Today's job market is incredibly tight. Most anyone who wants to work can find a job. Unemployment levels are at their lowest levels in the past 50 years. The current environment places a premium on the need to provide a workplace and culture that attracts and retains best-in-class talent.
There are business benefits to laughter in the showroom. According to Alison Beard's Harvard Business Reviewarticle, Leading With Humor, laughter in the workplace reduces stress and boredom, increases engagement and well-being and spurs not only creativity and collaboration but also analytical precision and productivity.
Making cold calls is a fact of life for sales professionals. It's part of the job. However, a recent study found that nearly 50 percent of sales professionals are afraid of making cold calls. The primary reasons for cold calling reluctance are the fear of sounding like a sales professional and fear of failure, according to Weldon Long, author of Consistency Selling in an HBR blog post.
Nobel economics laureate Daniel Kahneman has spent his career determining how and why people make decisions. In his classic work, Thinking Fast, Thinking Slow, Kahneman relates that there are two broad types of decision making. System 1 is thinking fast; simply reacting without much thought at all. You really don't have to think a lot about how you commute to and from work. It's instinctive after a short period. System 2 is slow thinking that operates at a more logical level.
Seth Godin is one of the most admired and respected minds in marketing today. He is the author of more than a dozen books and publishes a daily must-read blog for anyone who runs a business. Seth is unique because he looks at the world through different lenses, continually challenging the status quo to take fresh new approaches that work more often than not. He was among the first marketing minds to understand that the way people purchase had changed and recognized that it is necessary to change messaging to effectively respond to the paradigm shift that had taken place.
Seth Godin had another brilliant blog titled Managing Reputation in the Age of Infinity. Godin writes,
Amazon sells junk.
More junk every day. And they know this.
They sell junk that would never, ever be sold at a Wal-Mart store (or a BKBG Shareholder showroom). That's because in order to get into a store, a buyer, a human being with a reputation, has to allocate shelf space. The easiest way to lose your job as a buyer is to put brand-destroying lousy products on a valuable shelf.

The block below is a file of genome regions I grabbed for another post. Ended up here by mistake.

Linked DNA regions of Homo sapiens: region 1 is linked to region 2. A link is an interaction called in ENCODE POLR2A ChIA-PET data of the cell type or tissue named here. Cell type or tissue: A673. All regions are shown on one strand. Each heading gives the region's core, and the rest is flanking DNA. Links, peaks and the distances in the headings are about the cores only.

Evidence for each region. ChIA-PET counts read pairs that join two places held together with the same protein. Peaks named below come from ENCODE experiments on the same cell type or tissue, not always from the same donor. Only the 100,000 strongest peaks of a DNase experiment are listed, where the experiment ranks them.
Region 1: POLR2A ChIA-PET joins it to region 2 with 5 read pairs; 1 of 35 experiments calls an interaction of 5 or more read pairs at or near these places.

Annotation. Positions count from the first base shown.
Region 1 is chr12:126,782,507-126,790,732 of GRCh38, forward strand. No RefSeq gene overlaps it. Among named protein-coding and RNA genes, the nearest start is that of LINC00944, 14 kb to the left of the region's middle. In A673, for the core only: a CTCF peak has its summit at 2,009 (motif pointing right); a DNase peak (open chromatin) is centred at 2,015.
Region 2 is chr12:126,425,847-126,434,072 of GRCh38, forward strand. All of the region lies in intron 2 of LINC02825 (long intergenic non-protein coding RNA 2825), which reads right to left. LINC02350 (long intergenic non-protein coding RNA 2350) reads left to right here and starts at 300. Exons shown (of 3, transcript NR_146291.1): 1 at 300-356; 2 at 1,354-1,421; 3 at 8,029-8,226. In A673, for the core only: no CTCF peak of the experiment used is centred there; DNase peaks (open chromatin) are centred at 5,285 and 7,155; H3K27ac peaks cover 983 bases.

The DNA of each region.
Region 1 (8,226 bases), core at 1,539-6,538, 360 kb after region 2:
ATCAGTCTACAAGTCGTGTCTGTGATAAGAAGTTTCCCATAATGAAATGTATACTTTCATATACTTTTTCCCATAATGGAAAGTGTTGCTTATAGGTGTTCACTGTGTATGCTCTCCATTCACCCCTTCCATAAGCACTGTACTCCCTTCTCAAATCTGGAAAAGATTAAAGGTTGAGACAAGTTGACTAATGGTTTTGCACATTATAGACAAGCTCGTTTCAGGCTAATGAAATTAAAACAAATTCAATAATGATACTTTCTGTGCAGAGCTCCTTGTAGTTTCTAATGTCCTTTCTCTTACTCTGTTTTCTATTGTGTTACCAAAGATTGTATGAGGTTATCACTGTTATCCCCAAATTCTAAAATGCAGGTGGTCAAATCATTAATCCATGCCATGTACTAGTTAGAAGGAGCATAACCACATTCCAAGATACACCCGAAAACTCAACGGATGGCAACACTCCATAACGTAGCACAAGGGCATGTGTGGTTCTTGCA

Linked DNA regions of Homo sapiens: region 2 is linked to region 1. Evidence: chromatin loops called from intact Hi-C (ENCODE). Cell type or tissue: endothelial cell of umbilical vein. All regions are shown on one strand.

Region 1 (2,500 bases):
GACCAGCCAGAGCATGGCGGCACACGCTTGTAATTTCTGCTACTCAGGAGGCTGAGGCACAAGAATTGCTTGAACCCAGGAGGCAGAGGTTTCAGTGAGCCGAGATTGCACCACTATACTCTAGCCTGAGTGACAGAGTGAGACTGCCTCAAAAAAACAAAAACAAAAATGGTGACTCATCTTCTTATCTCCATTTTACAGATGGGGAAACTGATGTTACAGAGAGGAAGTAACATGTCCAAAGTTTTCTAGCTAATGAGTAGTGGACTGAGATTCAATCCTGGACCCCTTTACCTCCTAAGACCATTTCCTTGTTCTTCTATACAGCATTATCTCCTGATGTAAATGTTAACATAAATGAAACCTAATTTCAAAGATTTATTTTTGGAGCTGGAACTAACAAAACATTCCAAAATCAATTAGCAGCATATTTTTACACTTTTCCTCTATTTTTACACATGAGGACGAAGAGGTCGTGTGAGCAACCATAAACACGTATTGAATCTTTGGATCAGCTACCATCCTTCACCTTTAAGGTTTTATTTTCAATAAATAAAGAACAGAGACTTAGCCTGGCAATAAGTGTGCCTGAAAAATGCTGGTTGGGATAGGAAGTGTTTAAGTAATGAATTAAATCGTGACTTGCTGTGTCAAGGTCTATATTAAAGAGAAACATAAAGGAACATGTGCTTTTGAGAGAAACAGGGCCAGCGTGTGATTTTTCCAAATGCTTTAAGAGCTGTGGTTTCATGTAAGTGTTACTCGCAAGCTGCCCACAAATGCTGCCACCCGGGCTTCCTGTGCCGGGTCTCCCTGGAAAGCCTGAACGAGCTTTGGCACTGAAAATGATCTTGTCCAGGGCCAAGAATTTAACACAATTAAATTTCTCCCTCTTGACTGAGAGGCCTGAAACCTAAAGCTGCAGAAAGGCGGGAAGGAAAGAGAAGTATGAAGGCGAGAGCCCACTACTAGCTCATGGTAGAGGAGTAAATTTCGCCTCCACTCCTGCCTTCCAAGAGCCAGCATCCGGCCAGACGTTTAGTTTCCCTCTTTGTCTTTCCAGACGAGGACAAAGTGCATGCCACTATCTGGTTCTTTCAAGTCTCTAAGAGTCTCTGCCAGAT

In another brilliant blog post, Bernadette Jiwa (The Story of Telling) reminisced about the buzz that occurred when Ron Johnson, the genius behind Apple Stores, was named CEO of JC Penney. Immediately, Johnson tried to reverse Penney's decade-long practice of offering continuous sales and discounts and replace them with small store compelling customer experiences inside of a large department store. Johnson's goal was to convert Penney's into a place where people wanted to congregate instead of a place to buy stuff. Penney's stock soared when the strategy was announced, and the entire brick and mortar industry waited with bated breath to see if Johnson would succeed. Johnson's plan crashed and burned. Penney's stock price nosedived 37 percent, and Johnson was replaced after 17 months.
|There are not too many BKBG Shareholders or Preferred Partners that have too little to do. To start the new year off on a more productive footing, consider the following.|
In his new book, This is Marketing, Seth Godin contemplates dog food. "Dog food must be getting better. More nutritious and, of course, delicious," Godin suggests as he notes that Americans spend more than $24 billion annually on dog food. The average price of dog food continues to increase, and so has the number of gourmet ingredients, such as sweet potatoes, elk and free-range bison.
Myth: Not everyone can be creative.
Fact: Most everyone is passionate about something, and when you are passionate, creative juices flow freely.
Research has found that expertise in any particular field is required to produce creative results. To understand a problem you need to know what would constitute a solution. In order to promote creative solutions among team members identify the skills that they need, offer feedback on their work and encourage team members to address areas where their skill set needs to improve. Amazon, for example, believes the ability to write effectively is key to creative performance. That's why the company mandates employees to write six-page memos throughout their time at the company. Employees receive feedback and coaching on their memos and they know that if they want to advance, memo writing needs to be at the top of the skill set ladder.